BHEL's recovery may be steady but slow

After posting good results in the quarter ended March 2016, expectations were high on BHEL. But, much to the Street’s disappointment, BHEL’s March quarter (Q4) performance lagged estimates significantly — revenues were at Rs 9,833 crore (down six per cent year-on-year or y-o-y) and net profit at Rs 215 crore (down 57 per cent y-o-y). 

Revenue growth was stunted as the performance of the industry segment (constituted by orders from private power producers) fell by 21 per cent y-o-y to Rs 1,765 crore. Even that of the power segment (mostly catering to state-owned thermal plants) grew only three per cent. 

A sharp rise in other expenses (Rs 2,660 crore; up 61 per cent y-o-y) — mainly due to provisions made for impending wage hikes — dragged down the operating profit by about 40 per cent in Q4. Order inflows also shrunk by 47 per cent y-o-y in FY17 to Rs 23,200 crore. While these were the major disappointments which dragged BHEL’s stock down by around nine per cent to Rs 140 on Tuesday, it may not have been entirely factored in.

Revenues of the power and industry segments grew by 10 per cent and three per cent, respectively, in FY17, which is a positive as the performance has rebounded after three years of dismal show till FY16. Also, the operating margin at 6.7 per cent saw a sharp improvement from year-ago levels of 3.5 per cent. While these margins may not be sustainable if BHEL were to execute the joint development orders which require foreign collaboration, even if margins are maintained at six-seven per cent in FY18, it is positive.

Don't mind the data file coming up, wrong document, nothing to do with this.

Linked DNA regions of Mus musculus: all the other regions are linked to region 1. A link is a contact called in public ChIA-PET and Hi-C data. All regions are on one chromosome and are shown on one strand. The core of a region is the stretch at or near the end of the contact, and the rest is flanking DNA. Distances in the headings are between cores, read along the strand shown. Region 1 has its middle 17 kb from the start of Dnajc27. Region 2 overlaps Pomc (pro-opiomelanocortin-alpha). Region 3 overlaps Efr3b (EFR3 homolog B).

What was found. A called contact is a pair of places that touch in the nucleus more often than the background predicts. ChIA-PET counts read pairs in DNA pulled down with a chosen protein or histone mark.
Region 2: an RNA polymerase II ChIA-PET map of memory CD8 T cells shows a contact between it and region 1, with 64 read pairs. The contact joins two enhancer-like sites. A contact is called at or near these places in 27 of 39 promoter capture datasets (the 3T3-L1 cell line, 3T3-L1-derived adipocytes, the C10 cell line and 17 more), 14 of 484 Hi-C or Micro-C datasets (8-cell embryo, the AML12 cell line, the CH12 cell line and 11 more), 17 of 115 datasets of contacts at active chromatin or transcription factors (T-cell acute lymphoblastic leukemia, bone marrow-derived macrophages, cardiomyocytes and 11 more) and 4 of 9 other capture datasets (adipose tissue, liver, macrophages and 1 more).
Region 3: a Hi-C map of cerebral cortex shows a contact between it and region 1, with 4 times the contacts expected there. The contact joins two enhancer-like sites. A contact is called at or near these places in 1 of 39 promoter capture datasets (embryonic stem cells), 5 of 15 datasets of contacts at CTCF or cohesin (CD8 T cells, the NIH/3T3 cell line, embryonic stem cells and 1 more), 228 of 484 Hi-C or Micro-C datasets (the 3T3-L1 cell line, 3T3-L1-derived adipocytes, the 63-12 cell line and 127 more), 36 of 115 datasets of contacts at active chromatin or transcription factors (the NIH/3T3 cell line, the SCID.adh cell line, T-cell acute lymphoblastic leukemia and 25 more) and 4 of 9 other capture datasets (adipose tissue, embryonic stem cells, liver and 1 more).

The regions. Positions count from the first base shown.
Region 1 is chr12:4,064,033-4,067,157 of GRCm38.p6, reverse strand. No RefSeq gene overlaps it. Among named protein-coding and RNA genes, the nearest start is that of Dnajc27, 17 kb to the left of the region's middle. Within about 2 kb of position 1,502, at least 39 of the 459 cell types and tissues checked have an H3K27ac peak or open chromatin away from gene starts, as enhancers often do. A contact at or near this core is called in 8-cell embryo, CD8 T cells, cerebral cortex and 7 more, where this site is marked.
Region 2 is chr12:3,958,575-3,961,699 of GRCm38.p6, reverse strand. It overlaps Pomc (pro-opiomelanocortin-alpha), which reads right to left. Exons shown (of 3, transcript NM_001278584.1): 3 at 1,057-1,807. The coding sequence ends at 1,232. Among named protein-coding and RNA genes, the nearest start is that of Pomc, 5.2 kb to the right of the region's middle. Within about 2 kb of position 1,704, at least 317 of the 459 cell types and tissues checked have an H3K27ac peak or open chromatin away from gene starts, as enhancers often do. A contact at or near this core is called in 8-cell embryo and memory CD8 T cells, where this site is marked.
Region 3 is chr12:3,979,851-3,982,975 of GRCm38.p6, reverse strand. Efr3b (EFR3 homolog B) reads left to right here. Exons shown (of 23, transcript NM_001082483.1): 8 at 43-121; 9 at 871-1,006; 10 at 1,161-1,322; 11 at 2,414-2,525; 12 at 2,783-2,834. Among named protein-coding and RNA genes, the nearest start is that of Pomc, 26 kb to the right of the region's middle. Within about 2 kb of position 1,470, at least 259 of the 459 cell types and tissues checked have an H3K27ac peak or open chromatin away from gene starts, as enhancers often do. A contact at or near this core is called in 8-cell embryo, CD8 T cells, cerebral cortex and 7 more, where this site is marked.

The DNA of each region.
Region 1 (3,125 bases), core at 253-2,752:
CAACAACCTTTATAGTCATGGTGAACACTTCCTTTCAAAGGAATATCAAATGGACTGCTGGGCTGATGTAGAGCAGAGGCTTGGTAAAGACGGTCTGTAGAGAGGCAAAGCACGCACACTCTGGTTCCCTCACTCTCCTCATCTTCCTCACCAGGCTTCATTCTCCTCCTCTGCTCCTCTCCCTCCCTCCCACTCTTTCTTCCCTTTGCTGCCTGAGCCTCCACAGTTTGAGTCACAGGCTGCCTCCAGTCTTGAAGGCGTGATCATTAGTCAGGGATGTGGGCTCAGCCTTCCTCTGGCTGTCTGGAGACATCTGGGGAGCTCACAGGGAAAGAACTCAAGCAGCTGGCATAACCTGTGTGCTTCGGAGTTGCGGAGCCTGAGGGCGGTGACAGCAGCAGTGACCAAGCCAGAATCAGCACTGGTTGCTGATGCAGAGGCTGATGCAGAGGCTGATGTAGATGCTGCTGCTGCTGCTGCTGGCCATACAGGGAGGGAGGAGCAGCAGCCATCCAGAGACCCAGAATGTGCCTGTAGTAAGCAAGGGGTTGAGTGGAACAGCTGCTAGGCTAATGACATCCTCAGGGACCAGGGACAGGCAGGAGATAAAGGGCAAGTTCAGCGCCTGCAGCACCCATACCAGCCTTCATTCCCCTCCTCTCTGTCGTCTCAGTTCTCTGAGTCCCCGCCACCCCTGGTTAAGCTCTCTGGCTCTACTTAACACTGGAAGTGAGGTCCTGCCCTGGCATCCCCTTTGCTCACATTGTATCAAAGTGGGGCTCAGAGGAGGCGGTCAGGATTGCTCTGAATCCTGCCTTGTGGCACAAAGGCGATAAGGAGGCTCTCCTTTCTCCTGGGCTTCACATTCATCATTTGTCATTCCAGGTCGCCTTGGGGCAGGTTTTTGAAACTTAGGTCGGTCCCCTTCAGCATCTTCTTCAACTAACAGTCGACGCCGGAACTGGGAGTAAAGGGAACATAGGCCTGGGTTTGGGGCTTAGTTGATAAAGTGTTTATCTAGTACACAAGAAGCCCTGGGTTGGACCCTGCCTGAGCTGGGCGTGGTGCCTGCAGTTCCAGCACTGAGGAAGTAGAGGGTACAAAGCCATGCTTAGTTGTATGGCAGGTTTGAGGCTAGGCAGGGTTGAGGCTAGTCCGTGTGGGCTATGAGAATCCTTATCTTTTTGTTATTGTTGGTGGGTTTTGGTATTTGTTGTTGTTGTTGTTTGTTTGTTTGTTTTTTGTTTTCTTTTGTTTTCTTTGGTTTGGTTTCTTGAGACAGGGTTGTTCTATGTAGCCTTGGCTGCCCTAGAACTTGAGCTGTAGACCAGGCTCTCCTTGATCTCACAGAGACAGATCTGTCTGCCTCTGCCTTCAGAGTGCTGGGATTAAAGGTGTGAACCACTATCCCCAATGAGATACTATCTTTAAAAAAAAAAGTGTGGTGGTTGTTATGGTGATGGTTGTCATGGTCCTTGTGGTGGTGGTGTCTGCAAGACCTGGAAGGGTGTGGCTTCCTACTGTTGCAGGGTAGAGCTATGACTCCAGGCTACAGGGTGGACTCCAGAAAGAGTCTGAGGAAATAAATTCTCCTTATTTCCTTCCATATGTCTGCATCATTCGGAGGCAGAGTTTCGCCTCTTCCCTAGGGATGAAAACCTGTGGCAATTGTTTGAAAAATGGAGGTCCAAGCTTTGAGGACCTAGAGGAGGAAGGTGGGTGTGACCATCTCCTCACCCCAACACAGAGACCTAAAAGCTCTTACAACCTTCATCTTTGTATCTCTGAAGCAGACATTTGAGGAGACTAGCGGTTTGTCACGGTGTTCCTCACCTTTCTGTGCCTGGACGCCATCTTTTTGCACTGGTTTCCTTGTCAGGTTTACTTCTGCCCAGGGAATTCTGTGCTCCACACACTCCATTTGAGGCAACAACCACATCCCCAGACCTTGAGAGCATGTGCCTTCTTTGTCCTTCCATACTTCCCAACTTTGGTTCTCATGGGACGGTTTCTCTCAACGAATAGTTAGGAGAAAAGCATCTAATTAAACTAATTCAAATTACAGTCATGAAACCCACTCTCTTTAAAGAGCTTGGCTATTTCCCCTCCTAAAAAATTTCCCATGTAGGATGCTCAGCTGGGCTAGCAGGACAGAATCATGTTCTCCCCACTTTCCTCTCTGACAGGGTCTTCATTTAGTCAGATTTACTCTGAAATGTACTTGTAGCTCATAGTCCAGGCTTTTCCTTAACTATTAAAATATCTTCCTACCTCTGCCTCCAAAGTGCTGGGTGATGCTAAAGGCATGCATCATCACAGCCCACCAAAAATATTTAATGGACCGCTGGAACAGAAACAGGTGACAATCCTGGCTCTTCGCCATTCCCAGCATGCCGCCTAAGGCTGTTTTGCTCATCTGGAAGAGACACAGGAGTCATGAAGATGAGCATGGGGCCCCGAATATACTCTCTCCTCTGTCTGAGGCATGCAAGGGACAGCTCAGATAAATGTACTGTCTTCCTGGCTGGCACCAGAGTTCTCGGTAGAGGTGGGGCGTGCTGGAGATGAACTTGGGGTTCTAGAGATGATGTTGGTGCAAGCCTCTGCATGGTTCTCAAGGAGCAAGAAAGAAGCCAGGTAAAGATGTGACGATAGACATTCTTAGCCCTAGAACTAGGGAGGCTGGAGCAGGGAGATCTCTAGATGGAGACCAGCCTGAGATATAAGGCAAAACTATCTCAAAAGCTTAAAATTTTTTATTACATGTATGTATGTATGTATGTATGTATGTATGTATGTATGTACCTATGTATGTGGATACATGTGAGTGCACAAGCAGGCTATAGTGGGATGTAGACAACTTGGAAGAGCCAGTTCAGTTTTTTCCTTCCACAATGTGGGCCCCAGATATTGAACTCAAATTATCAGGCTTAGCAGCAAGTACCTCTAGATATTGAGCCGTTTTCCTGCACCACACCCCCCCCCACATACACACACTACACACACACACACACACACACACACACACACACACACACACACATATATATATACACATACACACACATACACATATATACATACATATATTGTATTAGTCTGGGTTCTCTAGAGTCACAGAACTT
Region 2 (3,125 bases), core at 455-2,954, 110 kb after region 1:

The progress with slow-moving projects, mainly the ones at Manuguru and Yadadri worth Rs 23,000 crore, offers comfort on execution and profitability in FY18. BHEL has also received a go-ahead for its Bangladesh project (Maitree Power), thus bumping up the revenue visibility to nearly Rs 33,000 crore in the current financial year. BHEL is also the lowest bidder for projects worth 3.66 gigawatts (Gw). The company is shifting focus to emerging opportunities such as solar power, railway (mainly locomotive engines) and defence, helping to secure long-term relevance at a time when greenfield opportunities in coal-fed plants are shrinking.

BHEL has increased its annual manufacturing capacity of solar panels to 105 megawatts (Mw) and solar modules to 226 Mw. Investors should also keep an eye on replacement orders from NTPC, which could potentially lift the order book by 22 Gw. 

While these orders can boost revenues by Rs 4 crore for every Mw of replacement, the timing of these orders remains uncertain. This is why even if the prospects look comfortable, the inability to predict the timing of the order may delay the pace of recovery. Therefore, analysts have mellowed down their expectations. Motilal Oswal Financial Services has cut its FY18 revenue estimates by 23 per cent; Kotak Institutional Equities has slashed its FY18 net profit target by 31.5 per cent.



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